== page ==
Communicate your needs
There's no need to share your trauma up front (unless you want to), but it is important to set boundaries. You can present these boundaries as your dating rules or personal preferences, and use them as a way to ensure that you're comfortable with the pace of the relationship. This might mean meeting in public places, moving slowly with intimacy, or requesting that they refrain from showing up unannounced.
How to share your history of sexual trauma
Choosing to share that you're a survivor of sexual assault is a personal choice. It’s your story to tell and only you can decide when, where, and how to share it. That said, it may be a good idea to discuss your history of sexual assault before you become intimate with a new partner.
Disclosing your past will likely be a difficult conversation, so it can be helpful to think about what you’d like to say in advance. If you need some help getting started, we’ve shared an example script below:
“I really enjoy spending time with you and I’m looking forward to continuing to explore our relationship. In order to move forward, I want to be open with you about something that happened in my past.
I’m nervous about being so vulnerable, so it would mean a lot if you could respond with kindness and empathy.
I’m a survivor of sexual assault.
- You can share as much or as little information as you want.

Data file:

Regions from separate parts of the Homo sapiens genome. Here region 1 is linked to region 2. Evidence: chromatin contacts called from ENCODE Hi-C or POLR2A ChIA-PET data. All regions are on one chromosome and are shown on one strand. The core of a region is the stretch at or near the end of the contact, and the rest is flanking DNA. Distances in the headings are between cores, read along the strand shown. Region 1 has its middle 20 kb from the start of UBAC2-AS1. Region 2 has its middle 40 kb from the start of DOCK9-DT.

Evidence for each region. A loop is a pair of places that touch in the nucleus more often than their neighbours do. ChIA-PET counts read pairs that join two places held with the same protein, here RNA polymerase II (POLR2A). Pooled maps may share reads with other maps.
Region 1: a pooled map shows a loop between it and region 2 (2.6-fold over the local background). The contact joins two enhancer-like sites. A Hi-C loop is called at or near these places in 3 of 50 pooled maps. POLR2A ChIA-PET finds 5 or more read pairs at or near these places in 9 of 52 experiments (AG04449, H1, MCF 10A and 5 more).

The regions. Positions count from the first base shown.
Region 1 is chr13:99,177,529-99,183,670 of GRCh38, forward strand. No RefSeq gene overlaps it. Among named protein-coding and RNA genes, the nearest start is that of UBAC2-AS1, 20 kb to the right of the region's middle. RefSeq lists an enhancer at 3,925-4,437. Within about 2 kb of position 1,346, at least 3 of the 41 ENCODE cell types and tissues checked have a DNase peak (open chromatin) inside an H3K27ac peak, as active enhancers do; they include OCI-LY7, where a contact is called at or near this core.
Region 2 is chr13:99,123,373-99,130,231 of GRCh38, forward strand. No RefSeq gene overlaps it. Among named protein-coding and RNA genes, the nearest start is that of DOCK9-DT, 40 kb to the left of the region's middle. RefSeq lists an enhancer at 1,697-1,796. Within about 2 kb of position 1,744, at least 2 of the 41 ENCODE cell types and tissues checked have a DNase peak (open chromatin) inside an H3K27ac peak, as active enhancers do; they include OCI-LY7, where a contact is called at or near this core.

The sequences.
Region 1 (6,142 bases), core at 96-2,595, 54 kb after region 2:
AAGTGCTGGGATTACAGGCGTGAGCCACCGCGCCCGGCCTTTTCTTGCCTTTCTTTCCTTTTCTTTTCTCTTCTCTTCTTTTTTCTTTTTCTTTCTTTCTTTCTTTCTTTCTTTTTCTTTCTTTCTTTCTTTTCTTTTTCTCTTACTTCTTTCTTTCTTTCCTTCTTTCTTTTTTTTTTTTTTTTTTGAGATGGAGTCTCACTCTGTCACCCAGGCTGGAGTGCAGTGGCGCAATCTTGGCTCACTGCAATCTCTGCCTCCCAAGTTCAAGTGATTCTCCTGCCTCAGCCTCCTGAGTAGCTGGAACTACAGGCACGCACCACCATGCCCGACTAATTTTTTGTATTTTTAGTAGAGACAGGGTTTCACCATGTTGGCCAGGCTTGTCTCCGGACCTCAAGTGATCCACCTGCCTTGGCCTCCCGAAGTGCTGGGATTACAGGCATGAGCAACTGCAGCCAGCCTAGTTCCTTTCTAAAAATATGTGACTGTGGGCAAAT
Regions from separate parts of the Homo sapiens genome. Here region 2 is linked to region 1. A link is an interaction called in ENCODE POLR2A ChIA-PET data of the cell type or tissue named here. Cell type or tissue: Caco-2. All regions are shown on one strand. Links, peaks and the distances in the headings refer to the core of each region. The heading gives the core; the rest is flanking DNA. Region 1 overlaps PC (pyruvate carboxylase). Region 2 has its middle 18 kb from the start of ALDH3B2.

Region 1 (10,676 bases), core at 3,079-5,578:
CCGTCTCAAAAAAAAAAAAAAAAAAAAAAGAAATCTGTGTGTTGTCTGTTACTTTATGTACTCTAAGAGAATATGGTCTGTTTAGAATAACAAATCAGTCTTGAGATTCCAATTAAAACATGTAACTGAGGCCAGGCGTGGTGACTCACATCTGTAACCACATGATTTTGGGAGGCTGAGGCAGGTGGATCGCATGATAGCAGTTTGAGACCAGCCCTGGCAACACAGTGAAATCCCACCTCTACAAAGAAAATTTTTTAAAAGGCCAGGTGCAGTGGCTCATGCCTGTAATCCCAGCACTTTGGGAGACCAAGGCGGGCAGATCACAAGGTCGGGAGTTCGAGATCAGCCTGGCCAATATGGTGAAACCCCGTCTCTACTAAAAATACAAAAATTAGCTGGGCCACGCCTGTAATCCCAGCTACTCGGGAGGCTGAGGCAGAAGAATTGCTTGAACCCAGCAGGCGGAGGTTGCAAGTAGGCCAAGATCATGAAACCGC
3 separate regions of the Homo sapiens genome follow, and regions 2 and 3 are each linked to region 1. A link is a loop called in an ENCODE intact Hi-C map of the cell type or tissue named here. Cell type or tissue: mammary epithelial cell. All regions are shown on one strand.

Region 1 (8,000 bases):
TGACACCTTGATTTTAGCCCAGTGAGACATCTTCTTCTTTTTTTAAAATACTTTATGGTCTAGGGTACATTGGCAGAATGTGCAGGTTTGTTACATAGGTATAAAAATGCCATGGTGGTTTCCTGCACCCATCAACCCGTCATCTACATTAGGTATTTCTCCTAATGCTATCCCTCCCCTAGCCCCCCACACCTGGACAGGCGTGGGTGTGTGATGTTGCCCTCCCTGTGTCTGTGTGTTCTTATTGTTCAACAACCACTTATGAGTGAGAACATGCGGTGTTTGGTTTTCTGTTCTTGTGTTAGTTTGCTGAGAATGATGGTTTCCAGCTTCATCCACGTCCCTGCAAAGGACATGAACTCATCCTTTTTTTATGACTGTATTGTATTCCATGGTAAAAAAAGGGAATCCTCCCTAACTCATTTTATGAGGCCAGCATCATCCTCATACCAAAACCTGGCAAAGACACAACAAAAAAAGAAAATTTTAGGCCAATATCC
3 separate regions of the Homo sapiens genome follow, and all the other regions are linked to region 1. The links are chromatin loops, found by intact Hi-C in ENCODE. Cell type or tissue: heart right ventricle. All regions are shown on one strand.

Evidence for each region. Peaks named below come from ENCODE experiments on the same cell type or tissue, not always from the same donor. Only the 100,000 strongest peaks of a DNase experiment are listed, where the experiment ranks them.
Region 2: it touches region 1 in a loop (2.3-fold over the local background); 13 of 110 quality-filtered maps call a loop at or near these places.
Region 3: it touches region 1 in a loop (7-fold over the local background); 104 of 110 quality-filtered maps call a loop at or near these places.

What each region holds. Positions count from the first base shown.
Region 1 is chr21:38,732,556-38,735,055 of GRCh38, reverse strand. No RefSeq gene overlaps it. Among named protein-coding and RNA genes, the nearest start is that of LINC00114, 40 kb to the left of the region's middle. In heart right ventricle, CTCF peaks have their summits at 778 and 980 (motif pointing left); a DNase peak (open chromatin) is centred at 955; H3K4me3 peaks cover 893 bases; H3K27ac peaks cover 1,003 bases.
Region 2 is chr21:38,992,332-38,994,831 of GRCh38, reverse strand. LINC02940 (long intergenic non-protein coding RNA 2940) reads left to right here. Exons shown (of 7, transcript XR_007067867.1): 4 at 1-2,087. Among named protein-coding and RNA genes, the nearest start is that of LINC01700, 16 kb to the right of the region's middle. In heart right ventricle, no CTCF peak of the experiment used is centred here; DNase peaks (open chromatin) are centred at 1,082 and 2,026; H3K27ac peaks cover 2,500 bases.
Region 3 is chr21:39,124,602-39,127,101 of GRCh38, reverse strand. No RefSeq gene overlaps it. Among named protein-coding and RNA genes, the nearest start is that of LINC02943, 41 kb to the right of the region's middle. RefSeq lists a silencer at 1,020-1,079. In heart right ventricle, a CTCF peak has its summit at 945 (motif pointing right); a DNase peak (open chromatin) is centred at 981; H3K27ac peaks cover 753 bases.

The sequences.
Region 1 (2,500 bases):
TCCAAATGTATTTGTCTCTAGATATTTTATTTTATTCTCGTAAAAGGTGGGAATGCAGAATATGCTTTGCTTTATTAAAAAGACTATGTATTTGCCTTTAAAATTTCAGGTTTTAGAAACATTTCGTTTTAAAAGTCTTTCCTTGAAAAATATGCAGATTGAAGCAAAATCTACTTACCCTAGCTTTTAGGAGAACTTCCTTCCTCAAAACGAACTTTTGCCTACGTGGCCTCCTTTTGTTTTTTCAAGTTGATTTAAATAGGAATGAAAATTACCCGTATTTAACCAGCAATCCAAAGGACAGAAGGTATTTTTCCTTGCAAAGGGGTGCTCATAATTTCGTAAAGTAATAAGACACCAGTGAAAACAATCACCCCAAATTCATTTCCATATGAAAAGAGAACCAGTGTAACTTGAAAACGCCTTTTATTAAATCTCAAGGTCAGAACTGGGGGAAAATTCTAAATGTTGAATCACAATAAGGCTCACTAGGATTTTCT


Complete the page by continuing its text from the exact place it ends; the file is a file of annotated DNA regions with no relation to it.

- You can also share where you are in your healing journey.
I’m telling you this because I want to have an open and honest relationship that is built on mutual trust and respect. I also want you to know that because of this trauma, I may need to move slowly — both emotionally and physically — and I hope that you can now better understand my reasoning.”
Some other points to keep in mind as you prepare to share your history with a dating partner:
- Only share what you feel comfortable with
- You’re not obligated to answer uncomfortable or invasive questions
- Their reaction is a reflection of them
Therapy for dealing with sexual assault
Working with a trauma-informed therapist is essential to helping a person process their trauma and improve their overall mental health. Several forms of treatment that have proven effective for addressing trauma or post-traumatic stress disorder (PTSD) following sexual assault, including:
- Cognitive behavioral therapy (CBT)
- Prolonged exposure (PE)
- Trauma-focused cognitive behavioral therapy (TF-CBT)
- Eye movement desensitization and reprocessing therapy (EMDR)
How can Charlie Health help?
If you or someone you know has experienced sexual assault or other forms of trauma, please know that support is available.
Charlie Health offers virtual mental health treatment for teens, young adults, and families experiencing mental health crises. Our intensive outpatient program (IOP) combines trauma-informed therapy, group therapy, family therapy, and psychiatric support (if needed) to help you build resilience, start healing, and cultivate meaningful relationships. No matter where you are in your mental health journey, we're here to help you start feeling better.